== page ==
An example of how the blog has helped me professionally: One of WU’s contributors, Allison Winn Scotch, provided the e-handshake between my would-be-agent, Elisabeth Weed, and myself. Elisabeth was on my radar anyway, but I know Allison’s introduction made an impact on Elisabeth and prompted her to request a partial.

    Writer Unboxed has also reinforced something I learned while working at Prevention Magazine. Aim high. Ask to interview people you are dreaming of interviewing; ask people to become contributors who you dream of becoming contributors–and, of course, write the book you dream of writing.

    All best,

    Posted by Therese Walsh | November 6, 2009, 9:31 am
  7. Great interview! Therese, I loved your book, and Barbara O’Neal’s, too. I have According to Jane in my TBR pile. It will be next. I’ll check out the other books you recommended.

    I often feel the same way about Magical Musings, that it’s a time suck. But I have met so many amazing people through it that it’s a good time suck.

    Interesting about the subgenres in the WF genre. Would you say that Jodi Picoult is mainstream WF?

    Posted by Edie | November 6, 2009, 9:40 am
  8. Hi Edie,

    Thank you! I’m so happy that you liked Last Will. And Magical Musings is a fantastic site; thanks for all you do.

    I would say Jodi Picoult is mainstream WF, yes, as is Anita Shreve. We may love to read these books, but they’re different from romantic women’s fiction in that they don’t offer a romantic arc we know will satisfy.

    All best,

    Posted by Therese Walsh | November 6, 2009, 10:12 am
  9. Morning Therese!

    Sounds like you are a super busy woman! And successful…congrats on your book, I agree, the cover is fabulous!

    How do you manage your time, now that you’ve got a new book with a due date, a blog that has to be ‘baby-sat’ and oh you know, things like doing dishes and going out for supper occasionally? Do you try to compartmentalize your writing times?

    thanks for the post!


    Posted by carrie | November 6, 2009, 10:15 am
  10. Thanks, Therese, for clarifying the sub-genre, “Romantic Women’s Fiction”, and best wishes on the new chapter.

    Posted by Barbara Ann | November 6, 2009, 10:22 am
  11. Hi Carrie,

    Good morning to you!

    I’m going through LWML publicity withdrawal right now and putting a much bigger emphasis on book #2. In the mornings, I write until I need a break, then I get up and stretch, check Twitter, check the blog, send important emails. In the afternoon, I edit what I wrote, catch up on more business, put out any fires. I spend early evenings being a mom and wife most of the time (last night, I made penne pasta w/ broccolli, garlic and pesto–simple but yummy), and hanging with my favorite breathing people. After my kids are in bed, I’ll sometimes tie up any remaining loose ends–emails, blog duties, etc… and think about what I’ll need to write the next day.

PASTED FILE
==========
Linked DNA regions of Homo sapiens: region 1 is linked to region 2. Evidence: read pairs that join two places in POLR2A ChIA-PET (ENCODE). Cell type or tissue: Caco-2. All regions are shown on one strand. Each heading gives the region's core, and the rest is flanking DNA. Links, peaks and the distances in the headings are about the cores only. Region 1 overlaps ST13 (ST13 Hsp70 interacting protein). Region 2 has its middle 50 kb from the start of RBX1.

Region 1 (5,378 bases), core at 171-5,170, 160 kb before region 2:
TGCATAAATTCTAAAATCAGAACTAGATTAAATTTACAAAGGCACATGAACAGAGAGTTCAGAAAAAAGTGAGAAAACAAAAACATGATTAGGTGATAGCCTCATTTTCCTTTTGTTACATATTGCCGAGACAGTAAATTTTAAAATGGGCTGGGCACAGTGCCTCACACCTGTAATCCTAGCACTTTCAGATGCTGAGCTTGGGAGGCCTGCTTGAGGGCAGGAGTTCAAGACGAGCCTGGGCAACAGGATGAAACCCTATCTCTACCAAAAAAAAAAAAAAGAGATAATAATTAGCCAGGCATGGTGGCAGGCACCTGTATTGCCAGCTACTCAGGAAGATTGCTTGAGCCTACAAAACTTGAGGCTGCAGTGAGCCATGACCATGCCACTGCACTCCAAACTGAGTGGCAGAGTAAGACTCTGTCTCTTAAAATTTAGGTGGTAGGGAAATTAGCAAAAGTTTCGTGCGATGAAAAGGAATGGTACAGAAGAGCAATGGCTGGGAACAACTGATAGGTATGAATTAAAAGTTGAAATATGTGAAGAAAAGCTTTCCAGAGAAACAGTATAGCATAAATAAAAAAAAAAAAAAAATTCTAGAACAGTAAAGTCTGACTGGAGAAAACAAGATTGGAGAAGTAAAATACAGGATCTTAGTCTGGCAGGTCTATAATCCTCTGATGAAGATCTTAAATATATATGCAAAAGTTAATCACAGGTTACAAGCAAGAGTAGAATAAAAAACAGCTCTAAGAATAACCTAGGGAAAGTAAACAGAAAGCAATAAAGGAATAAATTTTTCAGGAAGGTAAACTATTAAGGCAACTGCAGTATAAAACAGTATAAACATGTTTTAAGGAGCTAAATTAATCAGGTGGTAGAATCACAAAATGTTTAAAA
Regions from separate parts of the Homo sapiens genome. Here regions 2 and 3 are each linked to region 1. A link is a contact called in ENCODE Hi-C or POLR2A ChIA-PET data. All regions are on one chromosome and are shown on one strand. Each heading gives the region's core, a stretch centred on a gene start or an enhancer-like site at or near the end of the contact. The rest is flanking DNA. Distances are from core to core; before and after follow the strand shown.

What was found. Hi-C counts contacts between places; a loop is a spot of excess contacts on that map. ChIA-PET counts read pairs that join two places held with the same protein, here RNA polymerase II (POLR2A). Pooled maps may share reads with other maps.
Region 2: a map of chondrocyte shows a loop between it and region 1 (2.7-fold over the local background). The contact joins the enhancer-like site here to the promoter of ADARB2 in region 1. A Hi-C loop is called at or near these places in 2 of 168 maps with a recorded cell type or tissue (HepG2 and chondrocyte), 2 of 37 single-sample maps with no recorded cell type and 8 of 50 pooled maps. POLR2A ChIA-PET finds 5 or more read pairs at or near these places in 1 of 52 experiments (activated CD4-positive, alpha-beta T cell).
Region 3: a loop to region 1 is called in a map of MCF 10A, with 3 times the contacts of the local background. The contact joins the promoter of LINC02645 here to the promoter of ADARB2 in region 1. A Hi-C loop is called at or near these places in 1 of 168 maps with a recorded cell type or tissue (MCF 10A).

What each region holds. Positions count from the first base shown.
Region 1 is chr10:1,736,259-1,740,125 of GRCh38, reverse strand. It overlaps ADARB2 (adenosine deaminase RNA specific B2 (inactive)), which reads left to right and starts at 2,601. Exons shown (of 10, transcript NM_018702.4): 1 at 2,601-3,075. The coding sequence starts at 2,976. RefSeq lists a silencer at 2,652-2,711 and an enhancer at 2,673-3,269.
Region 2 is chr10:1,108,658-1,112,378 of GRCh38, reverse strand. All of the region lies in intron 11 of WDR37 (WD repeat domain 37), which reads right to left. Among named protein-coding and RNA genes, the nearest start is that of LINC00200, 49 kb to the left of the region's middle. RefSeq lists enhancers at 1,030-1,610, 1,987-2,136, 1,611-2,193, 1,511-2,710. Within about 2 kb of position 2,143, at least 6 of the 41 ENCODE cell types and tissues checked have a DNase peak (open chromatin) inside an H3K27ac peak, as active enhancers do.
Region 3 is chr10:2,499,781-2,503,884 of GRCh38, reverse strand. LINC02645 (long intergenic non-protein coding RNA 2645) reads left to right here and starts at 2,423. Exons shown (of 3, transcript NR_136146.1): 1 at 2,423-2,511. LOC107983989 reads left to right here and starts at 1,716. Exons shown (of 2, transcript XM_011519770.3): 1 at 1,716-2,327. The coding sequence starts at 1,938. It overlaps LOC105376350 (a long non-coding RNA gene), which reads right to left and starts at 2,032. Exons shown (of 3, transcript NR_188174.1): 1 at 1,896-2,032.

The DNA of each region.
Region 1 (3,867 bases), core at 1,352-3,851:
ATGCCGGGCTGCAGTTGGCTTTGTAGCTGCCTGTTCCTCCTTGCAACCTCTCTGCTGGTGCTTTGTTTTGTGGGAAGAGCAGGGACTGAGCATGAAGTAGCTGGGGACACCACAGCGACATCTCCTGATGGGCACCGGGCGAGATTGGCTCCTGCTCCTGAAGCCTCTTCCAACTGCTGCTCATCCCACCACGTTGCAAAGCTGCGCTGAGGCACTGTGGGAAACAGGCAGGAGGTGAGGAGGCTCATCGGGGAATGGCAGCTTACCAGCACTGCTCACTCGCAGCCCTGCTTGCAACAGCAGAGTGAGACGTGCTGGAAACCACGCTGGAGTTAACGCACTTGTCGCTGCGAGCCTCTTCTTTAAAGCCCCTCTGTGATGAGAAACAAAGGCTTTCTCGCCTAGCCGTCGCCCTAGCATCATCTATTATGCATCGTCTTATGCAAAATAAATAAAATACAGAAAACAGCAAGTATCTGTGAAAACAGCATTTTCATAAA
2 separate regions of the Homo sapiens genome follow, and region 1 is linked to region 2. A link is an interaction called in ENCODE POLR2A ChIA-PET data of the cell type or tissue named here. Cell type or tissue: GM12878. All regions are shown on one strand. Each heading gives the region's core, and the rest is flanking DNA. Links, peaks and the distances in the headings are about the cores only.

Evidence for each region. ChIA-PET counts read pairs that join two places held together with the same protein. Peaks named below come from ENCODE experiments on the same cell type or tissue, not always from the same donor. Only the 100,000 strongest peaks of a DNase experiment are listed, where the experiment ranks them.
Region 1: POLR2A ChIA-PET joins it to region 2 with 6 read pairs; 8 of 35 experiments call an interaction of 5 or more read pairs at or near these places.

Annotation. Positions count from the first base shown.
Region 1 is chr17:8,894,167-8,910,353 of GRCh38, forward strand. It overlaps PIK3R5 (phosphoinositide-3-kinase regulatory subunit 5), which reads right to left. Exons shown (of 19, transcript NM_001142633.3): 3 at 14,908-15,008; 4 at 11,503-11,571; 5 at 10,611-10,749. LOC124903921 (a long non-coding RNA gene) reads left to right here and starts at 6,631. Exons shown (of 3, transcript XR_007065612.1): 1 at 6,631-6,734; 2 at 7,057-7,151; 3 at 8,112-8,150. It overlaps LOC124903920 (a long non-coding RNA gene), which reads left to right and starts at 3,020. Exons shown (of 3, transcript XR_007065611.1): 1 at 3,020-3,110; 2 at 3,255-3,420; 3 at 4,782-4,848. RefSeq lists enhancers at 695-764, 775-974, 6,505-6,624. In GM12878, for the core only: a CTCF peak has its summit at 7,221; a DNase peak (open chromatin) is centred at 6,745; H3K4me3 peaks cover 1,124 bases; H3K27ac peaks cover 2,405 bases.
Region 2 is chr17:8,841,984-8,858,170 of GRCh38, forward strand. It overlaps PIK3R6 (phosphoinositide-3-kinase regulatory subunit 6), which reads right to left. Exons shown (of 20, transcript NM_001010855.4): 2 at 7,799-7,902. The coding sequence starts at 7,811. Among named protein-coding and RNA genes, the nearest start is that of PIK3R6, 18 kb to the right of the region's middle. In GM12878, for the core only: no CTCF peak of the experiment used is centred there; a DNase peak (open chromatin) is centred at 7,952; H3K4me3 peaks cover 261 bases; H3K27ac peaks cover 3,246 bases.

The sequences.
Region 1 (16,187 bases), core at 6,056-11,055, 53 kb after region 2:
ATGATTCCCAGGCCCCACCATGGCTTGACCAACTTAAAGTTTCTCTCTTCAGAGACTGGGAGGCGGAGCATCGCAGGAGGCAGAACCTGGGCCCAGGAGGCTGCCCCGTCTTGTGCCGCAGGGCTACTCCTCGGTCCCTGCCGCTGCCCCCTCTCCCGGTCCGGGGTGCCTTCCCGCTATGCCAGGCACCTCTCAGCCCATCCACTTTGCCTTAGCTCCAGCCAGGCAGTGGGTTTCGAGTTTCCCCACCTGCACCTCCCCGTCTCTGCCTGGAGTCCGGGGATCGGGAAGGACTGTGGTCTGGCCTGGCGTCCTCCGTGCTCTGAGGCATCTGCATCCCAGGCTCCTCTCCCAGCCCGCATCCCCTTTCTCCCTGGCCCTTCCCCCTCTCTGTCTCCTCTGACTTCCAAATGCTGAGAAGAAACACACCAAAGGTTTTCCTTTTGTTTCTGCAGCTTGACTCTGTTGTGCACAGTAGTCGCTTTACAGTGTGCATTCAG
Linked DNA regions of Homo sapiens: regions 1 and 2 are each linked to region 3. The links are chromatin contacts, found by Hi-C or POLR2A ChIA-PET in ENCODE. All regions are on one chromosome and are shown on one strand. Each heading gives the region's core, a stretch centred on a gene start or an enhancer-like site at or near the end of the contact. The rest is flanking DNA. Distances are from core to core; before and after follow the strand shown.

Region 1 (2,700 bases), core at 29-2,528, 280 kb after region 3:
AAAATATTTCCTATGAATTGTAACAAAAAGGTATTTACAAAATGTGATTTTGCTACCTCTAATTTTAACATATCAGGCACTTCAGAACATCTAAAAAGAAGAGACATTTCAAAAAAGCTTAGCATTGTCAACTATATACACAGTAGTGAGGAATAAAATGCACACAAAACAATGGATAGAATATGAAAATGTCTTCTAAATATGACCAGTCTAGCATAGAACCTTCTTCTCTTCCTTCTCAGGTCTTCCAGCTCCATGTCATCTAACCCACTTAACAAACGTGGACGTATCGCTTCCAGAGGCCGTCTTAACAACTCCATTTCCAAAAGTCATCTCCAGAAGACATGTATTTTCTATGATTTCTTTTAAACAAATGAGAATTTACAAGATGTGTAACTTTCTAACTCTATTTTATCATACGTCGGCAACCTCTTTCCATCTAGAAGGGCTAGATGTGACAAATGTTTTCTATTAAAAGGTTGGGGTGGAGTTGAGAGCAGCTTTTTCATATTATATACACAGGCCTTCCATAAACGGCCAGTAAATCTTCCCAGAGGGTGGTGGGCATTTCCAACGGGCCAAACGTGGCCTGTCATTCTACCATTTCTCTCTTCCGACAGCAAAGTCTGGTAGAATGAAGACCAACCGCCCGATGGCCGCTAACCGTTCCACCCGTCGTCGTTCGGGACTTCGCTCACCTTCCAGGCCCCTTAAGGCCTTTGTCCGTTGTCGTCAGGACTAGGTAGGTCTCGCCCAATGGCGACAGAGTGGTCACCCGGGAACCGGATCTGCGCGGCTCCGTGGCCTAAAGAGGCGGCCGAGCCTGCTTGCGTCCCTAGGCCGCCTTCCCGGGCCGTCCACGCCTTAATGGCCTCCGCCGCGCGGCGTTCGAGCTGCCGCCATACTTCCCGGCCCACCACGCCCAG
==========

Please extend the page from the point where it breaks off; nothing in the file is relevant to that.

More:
Because I have so many balls in the air (too many sometimes!), I try to make things as efficient for myself as possible. I’d like only to have to think of things two or three times: (1) I receive a task. (2) I do the task. (3) I follow up on the task. Sometimes when something hits my desk, I’ll finish it right away (like a Q&A for the book). Other times I have to set it aside, but I don’t want to end up ruminating over it or worrying I’ll forget, so I rely heavily on the “tasks” function on Outlook. Without those task reminders popping up to tell me things like, “Remind Allison she has a post due this Thursday,” or “Don’t forget to write a blog post for XYZ,” I would be much less efficient. And I would have more gray hair.

    All best,

    Posted by Therese Walsh | November 6, 2009, 10:33 am
  12. Thank you, Barbara Ann!

    Posted by Therese Walsh | November 6, 2009, 10:33 am
  13. Oh, p.s., anyone who’s interested in reading one of Juliet Marillier’s fantastic books, which are a combo of fantasy and romantic women’s fiction, should know we’re currently giving away two copies of her new release. Heart’s Blood is Juliet’s spin on Beauty and the Beast, and has been very well reviewed. You can leave a comment on our site to qualify for a chance:

    Good luck!

    All best,

    Posted by Therese Walsh | November 6, 2009, 10:44 am
  14. Very interesting…I learned something new today. I’ll be putting “The Last Will of Moira Leahy” on my TBR list. This is exactly the type of book I enjoy. I just have to share a book I’m reading now called “Love Tag” by author Peter Shianna. The book completely hooked me from the first page. I’m reading it every free minute and enjoying every word!

    Posted by Betty | November 21, 2009, 2:46 pm